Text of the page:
Diebold voting machines can be hacked by remote control – for $10


A laboratory test shows how Diebold machines can be easily manipulated. And Alaska’s Diebold machines, banned in California, can be manipulated in a similar way. Read about that HERE. Why did Alaska’s Lt. Governor certify a hand count of Murkowski’s ballots but certified a Diebold machine count of Miller’s ballots? And why did the Lt. Governor refuse Miller’s repeated requests that he be allowed, at his own cost, to conduct a hand count?

By Brad Friedman

It could be one of the most disturbing e-voting machine hacks to date.

Voting machines used by as many as a quarter of American voters heading to the polls in 2012 can be hacked with just $10.50 in parts and an 8th grade science education, according to computer science and security experts at the Vulnerability Assessment Team at Argonne National Laboratory in Illinois. The experts say the newly developed hack could change voting results while leaving absolutely no trace of the manipulation behind.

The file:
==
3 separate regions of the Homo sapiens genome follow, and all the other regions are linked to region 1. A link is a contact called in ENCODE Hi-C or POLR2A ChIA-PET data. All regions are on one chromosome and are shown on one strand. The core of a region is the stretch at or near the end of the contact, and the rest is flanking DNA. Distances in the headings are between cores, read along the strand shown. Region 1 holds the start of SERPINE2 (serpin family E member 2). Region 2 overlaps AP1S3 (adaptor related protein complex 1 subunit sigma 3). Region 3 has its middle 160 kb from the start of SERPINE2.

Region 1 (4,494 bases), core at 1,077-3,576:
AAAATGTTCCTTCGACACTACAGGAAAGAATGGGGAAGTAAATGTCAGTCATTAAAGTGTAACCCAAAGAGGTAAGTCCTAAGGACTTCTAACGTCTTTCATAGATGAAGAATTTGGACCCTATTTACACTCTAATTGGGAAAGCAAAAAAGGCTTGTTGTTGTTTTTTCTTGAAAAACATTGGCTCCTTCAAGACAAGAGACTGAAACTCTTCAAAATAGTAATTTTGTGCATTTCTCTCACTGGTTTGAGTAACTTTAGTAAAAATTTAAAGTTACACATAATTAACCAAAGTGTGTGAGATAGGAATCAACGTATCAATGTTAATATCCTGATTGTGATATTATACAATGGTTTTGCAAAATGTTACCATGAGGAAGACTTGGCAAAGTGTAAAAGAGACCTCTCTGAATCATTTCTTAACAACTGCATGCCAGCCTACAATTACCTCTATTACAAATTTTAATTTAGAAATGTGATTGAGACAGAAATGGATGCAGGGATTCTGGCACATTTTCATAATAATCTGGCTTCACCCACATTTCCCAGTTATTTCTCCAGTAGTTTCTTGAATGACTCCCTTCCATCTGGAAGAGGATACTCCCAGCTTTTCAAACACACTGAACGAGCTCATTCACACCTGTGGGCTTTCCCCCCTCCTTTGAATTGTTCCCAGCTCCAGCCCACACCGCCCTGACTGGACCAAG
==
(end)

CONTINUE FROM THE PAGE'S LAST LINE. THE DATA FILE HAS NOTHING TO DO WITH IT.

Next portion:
“We believe these man-in-the-middle attacks are potentially possible on a wide variety of electronic voting machines,” said Roger Johnston, leader of the assessment team “We think we can do similar things on pretty much every electronic voting machine.”

The Argonne Lab, run by the Department of Energy, has the mission of conducting scientific research to meet national needs. The Diebold Accuvote voting system used in the study was loaned to the lab’s scientists by, of which the Brad Blog is a co-founder. Velvet Revolution received the machine from a former Diebold contractor.

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